Atmk. Co. Ltd. 2006-2011. All rights reserved.
UNESCO assess damage to Cairo Museum of Islamic Arts
Video by Rowan El Shimi for Ahram Online
Daily News Egypt reports that –
Members of the UNESCO delegation said it was especially shocking to see the museum in its current state, but praised the quick response of the rescue team. “We were so pleased when we saw in Paris the response of the rescue team,” the delegation said. “This team of 11 people were trained for two years by the Ministry of Antiquities, UNESCO and the International Council of Museums.” Another member of the delegation added; “This museum is so important for us, and when I say ‘us’, I mean anyone who cares about culture; this is the mother of all Islamic museums. Its artefacts are important, but the building itself is equally important. Excellent work has been done here in the aftermath of the explosion, but more will be needed in this coming time. We will connect the conservation specialists in Cairo to other conservation specialists abroad so Egypt can have the best technical support and these artefacts could be seen by you, your children and visitors here in Cairo.”
UNESCO has confirmed that it is setting aside $100,000 in emergency funds to help rebuild the Museum of Islamic Arts.
Full article here.
Video Heritage Channel of Korea
According to Wikipedia –
Cheomseongdae (첨성대) is an astronomical observatory in Gyeongju, South Korea. Cheomseongdae means star-gazing tower in Korean. Cheomseongdae is the oldest surviving observatory in East Asia. It dates to the 7th century to the time of kingdom of Silla, which had its capital in Gyeongju. Cheomseongdae was designated as the country’s 31st national treasure on December 20, 1962.
A Ten Won Korean banknote showing the 1,300 year-old Cheomseongdae observatory
Rummaging through some old papers this morning I came across the banknote above which I‘d saved from a trip to Korea some forty years ago. It jolted my memory of Cheomseongdae (shown on the left of the banknote) which I’d visited back then and thought the attached video might be of interest to some of your readers.
A Dogū (土偶) from the Ebisuda Tajiri site in Miyagi Prefecture, Japan. 1000–400bce. Source Wikipedia
Writing in the Sainsbury Institute’s e-magazine, Nakamura Oki, guest curator of the Dogū, a Cosmos: Ancient Clay Figurines exhibition now being held at the Miho Museum in Japan, explains that the exhibition (ending 9 December 2012) extends over ten galleries and is the first large-scale show of Jōmon dogū ever held in the Kansai (Western) district of Japan.
Among the 320 objects on display are twenty one Important Cultural Properties and three National Treasures; the ‘Jōmon Venus’, the ‘Dogū with Palms Pressed Together’ and the ‘Hollow Dogū.’
A particular feature of this exhibition is that many of the Jōmon dogū are in good condition, so their extraordinary charm can be readily accessed and enjoyed. Visitors can also discover more about the crucial archaeological characteristics of these figurines, such as the significance of their poses, the meaning of their numerical content and changes in style over the period of their production.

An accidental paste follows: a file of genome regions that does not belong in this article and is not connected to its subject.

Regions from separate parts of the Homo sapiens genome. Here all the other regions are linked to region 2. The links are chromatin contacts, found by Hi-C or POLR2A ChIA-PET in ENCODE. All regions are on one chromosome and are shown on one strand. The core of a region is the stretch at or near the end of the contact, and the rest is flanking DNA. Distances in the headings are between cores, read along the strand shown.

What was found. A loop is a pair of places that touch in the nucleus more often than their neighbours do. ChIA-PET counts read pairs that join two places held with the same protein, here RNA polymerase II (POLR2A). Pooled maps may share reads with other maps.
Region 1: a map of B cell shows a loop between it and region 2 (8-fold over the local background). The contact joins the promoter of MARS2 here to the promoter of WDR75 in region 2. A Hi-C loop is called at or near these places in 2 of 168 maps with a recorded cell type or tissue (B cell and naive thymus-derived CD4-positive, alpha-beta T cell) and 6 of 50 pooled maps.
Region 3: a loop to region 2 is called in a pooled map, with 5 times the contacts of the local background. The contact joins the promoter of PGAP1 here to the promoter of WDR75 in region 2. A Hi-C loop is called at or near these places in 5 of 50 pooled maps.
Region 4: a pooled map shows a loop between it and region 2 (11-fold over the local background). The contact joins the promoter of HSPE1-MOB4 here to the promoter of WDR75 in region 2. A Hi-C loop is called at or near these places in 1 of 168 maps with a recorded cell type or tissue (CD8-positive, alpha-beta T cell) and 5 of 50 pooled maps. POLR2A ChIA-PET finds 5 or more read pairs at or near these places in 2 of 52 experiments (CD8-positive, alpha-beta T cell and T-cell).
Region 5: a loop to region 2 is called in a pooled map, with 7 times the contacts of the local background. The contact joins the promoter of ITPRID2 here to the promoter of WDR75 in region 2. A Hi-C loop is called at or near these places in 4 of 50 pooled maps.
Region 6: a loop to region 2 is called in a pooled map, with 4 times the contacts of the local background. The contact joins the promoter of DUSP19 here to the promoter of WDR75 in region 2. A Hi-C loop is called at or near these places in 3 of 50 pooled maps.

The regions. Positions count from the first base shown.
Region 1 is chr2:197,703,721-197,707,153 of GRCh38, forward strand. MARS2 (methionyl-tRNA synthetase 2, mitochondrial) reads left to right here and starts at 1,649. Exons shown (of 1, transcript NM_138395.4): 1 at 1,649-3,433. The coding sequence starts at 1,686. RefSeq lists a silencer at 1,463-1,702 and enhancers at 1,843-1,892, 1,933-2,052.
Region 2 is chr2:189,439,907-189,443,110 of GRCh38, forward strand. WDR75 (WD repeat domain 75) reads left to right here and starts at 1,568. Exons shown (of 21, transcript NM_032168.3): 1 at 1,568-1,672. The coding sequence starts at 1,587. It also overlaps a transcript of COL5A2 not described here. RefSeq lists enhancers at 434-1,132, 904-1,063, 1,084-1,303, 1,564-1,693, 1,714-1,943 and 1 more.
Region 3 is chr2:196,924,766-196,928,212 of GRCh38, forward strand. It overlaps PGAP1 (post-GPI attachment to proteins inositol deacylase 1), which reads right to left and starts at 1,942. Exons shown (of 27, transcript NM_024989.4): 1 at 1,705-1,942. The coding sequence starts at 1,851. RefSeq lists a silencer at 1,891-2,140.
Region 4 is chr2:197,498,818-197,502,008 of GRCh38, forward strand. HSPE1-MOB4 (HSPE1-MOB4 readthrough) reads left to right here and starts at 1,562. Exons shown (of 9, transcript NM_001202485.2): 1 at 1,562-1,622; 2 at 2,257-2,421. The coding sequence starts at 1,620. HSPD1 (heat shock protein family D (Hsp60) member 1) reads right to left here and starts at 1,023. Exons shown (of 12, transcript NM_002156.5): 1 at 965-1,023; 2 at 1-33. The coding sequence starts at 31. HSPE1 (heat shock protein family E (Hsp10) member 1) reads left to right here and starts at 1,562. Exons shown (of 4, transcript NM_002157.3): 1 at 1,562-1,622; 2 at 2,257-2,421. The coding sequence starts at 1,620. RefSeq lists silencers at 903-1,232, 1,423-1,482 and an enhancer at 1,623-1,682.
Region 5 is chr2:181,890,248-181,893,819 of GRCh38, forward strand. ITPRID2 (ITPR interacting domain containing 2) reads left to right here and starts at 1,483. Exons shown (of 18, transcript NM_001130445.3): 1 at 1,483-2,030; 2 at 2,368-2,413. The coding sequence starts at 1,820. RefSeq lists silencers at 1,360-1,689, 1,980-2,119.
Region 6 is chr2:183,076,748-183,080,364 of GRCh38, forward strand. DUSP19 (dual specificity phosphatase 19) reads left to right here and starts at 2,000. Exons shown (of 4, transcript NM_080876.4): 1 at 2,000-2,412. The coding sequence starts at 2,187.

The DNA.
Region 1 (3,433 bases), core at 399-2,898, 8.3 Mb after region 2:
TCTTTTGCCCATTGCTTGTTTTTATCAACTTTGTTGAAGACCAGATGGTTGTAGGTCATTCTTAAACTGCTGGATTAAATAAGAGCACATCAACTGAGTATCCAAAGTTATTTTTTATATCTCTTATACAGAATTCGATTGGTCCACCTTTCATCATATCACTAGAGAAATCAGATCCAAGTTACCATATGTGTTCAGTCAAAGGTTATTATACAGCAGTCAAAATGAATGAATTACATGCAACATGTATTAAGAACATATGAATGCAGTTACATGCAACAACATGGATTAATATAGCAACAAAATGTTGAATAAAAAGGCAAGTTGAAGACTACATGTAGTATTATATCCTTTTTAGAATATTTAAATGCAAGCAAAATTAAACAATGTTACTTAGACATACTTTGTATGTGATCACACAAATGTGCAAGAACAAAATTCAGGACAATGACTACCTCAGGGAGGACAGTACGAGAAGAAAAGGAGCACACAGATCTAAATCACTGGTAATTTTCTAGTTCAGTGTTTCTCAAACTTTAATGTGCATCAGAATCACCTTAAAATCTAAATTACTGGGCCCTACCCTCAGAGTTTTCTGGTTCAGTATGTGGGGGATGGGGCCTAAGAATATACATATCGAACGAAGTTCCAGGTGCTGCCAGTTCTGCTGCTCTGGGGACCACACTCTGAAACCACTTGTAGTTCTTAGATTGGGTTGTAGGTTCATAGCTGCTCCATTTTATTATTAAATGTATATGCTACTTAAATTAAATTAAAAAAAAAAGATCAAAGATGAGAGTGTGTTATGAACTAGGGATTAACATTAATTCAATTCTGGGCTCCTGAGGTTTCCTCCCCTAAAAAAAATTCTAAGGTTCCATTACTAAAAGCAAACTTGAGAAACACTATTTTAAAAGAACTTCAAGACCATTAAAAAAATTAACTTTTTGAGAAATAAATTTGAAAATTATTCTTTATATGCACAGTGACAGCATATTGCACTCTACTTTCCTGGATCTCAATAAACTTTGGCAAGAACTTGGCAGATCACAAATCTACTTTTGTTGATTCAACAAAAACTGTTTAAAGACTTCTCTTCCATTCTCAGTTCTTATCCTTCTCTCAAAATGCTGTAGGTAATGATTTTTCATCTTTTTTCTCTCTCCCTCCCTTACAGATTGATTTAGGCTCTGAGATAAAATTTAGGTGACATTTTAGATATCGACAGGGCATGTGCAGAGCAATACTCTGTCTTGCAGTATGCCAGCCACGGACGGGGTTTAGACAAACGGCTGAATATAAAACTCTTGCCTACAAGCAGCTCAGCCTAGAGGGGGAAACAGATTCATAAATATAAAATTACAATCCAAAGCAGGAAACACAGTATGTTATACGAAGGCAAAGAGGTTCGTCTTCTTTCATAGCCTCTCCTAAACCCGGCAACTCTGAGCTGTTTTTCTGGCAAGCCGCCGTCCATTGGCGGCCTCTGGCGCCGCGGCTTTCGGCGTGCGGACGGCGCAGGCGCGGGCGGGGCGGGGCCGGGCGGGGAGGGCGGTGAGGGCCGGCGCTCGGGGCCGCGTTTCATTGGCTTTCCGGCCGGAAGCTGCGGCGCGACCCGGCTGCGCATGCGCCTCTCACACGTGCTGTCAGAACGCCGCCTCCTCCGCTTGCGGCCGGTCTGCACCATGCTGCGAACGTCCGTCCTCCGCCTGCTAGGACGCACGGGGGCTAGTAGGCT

During the Middle Jōmon period from 3500 to 2400 BC dogū were created in some distinctive postures. Dogū in the arms-outstretched pose have been found widely throughout eastern Japan, from the Chūbu to the Tōhoku district. The ‘Jōmon Venus’ and slab-formed dogū from the Ishigami site, an Important Cultural Property, share the pose of having both arms held horizontally out to the side .The presence of large numbers of dogū with arms hanging down in the Kantō region from the same period suggests that the arm pose was a cultural choice. It seems clear that the arm poses were not the result of technical limitation but were rather part of the symbolic meaning of the figurines.
Full article here.
Master Naohachi Usami, 8th generation head of the Kyoto Shōkaku-dō Conservation Studio, at work in 1978 on a Japanese painting
It is with very great sadness that The Heritage Trust reports the death this morning of Mr Naohachi Usami, 8th generation head of the Shōkaku-dō conservation studio in Kyoto – one of only a few studios in Japan accredited with conserving and restoring Japanese National Treasures and other pictorial works of national and international importance.
Beginning with his father, Naoyuki Usami, Naohachi Usami continued and promoted a policy of accepting and training foreign students in the centuries’ old Japanese tradition of mounting, restoring and conserving works of art on paper and silk. Some of those students studied at the Shōkaku-dō for only a few weeks, while others trained tirelessly there for a decade or more, eventually taking back to their respective countries skills and techniques which are now being used to conserve our precious heritage of Far Eastern pictorial art.
In Asia, Europe and the United States there are national museums and private conservation studios that have conservators, trained at the Shōkaku-dō, who are now working at those studios or running them. The Hirayama Asian Pictorial Art Conservation Studio at the British Museum is just one example which has grown out of Naohachi Usami and the Shōkaku-dō’s open-door policy towards training foreign students and will remain his abiding legacy to the world of Far Eastern pictorial art conservation.
Naohachi Usami was 86, he is succeeded by his son at the Shōkaku-dō, Mr Naohide Usami.
From The Kyoto Shimbun –